Home > Chapter 1 Home | Site Map| Contact Us
Table of Contents for the book Batteries in a Portable World
Frequently asked questions about batteries
New battery-related articles by Isidor Buchmann
About the Author of Batteries in a Portable World
Order the book, Batteries in a Portable World
Links to battery related sites
Home Page

<< Previous Page Next Page >>

Chapter 1: When was the battery invented?

One of the most remarkable and novel discoveries in the last 400 years has been electricity. One may ask, “Has electricity been around that long?” The answer is yes, and perhaps much longer. But the practical use of electricity has only been at our disposal since the mid-to late 1800s, and in a limited way at first. At the world exposition in Paris in 1900, for example, one of the main attractions was an electrically lit bridge over the river Seine.

The earliest method of generating electricity occurred by creating a static charge. In 1660, Otto von Guericke constructed the first electrical machine that consisted of a large sulphur globe which, when rubbed and turned, attracted feathers and small pieces of paper. Guericke was able to prove that the sparks generated were truly electrical.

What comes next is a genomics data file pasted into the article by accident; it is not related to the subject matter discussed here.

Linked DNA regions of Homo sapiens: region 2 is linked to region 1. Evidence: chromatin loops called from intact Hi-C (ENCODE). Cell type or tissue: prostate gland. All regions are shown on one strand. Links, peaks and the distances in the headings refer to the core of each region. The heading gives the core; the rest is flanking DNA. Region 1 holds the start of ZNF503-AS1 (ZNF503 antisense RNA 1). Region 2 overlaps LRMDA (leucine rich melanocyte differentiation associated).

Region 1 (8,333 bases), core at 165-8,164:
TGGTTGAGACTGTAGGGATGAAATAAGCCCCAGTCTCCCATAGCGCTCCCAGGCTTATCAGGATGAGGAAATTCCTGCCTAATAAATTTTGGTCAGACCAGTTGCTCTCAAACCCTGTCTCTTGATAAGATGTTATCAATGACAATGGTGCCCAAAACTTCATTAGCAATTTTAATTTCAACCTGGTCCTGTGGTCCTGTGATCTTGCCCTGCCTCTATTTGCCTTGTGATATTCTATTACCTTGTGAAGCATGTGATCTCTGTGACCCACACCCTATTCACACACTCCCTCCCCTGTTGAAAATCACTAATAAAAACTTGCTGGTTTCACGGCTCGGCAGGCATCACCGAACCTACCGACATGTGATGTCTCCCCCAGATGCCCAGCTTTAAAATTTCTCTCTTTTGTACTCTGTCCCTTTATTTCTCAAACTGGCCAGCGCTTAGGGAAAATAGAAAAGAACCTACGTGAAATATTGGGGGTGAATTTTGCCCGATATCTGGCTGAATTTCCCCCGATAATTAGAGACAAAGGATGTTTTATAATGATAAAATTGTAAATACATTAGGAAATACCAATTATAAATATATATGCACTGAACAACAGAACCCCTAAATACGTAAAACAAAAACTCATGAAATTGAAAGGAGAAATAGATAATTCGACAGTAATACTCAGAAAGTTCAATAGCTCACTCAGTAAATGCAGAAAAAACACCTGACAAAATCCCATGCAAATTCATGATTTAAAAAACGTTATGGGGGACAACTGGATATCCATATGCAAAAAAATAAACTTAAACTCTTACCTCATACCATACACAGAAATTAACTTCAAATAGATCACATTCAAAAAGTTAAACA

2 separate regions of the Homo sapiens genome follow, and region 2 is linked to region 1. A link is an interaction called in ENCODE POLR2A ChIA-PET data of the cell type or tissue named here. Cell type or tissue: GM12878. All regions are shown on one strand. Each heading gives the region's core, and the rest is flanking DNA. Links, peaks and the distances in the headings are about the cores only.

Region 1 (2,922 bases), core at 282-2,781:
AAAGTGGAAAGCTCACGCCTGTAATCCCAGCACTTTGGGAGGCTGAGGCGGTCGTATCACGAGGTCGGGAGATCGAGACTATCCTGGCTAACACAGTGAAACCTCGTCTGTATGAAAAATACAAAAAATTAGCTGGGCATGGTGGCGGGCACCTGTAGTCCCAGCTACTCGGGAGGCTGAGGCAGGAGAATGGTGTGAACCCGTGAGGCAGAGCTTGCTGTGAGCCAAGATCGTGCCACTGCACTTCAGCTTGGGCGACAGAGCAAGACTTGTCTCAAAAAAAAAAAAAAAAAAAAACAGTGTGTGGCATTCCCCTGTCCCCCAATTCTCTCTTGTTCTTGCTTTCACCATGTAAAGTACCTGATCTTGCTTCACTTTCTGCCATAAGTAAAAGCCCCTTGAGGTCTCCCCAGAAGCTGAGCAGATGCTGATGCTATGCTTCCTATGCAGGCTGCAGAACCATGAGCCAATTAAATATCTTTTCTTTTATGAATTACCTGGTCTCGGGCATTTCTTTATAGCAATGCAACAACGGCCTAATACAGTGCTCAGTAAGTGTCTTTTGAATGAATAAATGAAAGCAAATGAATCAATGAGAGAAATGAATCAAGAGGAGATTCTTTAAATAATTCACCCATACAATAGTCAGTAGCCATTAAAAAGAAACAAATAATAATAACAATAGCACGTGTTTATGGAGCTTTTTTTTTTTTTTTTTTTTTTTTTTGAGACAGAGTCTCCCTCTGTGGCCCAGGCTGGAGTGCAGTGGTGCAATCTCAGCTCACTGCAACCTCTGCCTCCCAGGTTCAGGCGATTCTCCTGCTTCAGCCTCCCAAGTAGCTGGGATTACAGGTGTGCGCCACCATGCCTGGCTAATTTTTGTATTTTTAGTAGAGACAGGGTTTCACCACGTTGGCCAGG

The first suggested use of static electricity was the so-called “electric pistol”. Invented by Alessandro Volta (1745-1827), an electrical wire was placed in a jar filled with methane gas. By sending an electrical spark through the wire, the jar would explode.

Volta then thought of using this invention to provide long distance communications, albeit only addressing one Boolean bit. An iron wire supported by wooden poles was to be strung from Como to Milan, Italy. At the receiving end, the wire would terminate in a jar filled with methane gas. On command, an electrical spark is sent by wire that would detonate the electric pistol to signal a coded event. This communications link was never built.

Figure 1-1:       Alessandro Volta, inventor of the electric battery.
Volta’s discovery of the decomposition of water by an electrical current laid the foundation of electrochemistry. ©Cadex Electronics Inc.

In 1791, while working at Bologna University, Luigi Galvani discovered that the muscle of a frog contracted when touched by a metallic object. This phenomenon became known as animal electricity — a misnomer, as the theory was later disproven. Prompted by these experiments, Volta initiated a series of experiments using zinc, lead, tin or iron as positive plates. Copper, silver, gold or graphite were used as negative plates.

Volta discovered in 1800 that a continuous flow of electrical force was generated when using certain fluids as conductors to promote a chemical reaction between the metals or electrodes. This led to the invention of the first voltaic cell, better know as the battery. Volta discovered further that the voltage would increase when voltaic cells were stacked on top of each other.

5.0.3

Figure 1-2: Four variations of Volta’s electric battery.
Silver and zinc disks are separated with moist paper. ©Cadex Electronics Inc.

<< Previous Page Next Page >>

Search:
Execute search
Advanced Search
Search Tips
Find definitions of unfamiliar terms
 
 
Table of Contents | Battery FAQ | New Articles | About the Author | Links | Site Map | Contact Us
 
Copyright 2001 Isidor Buchmann. All rights reserved.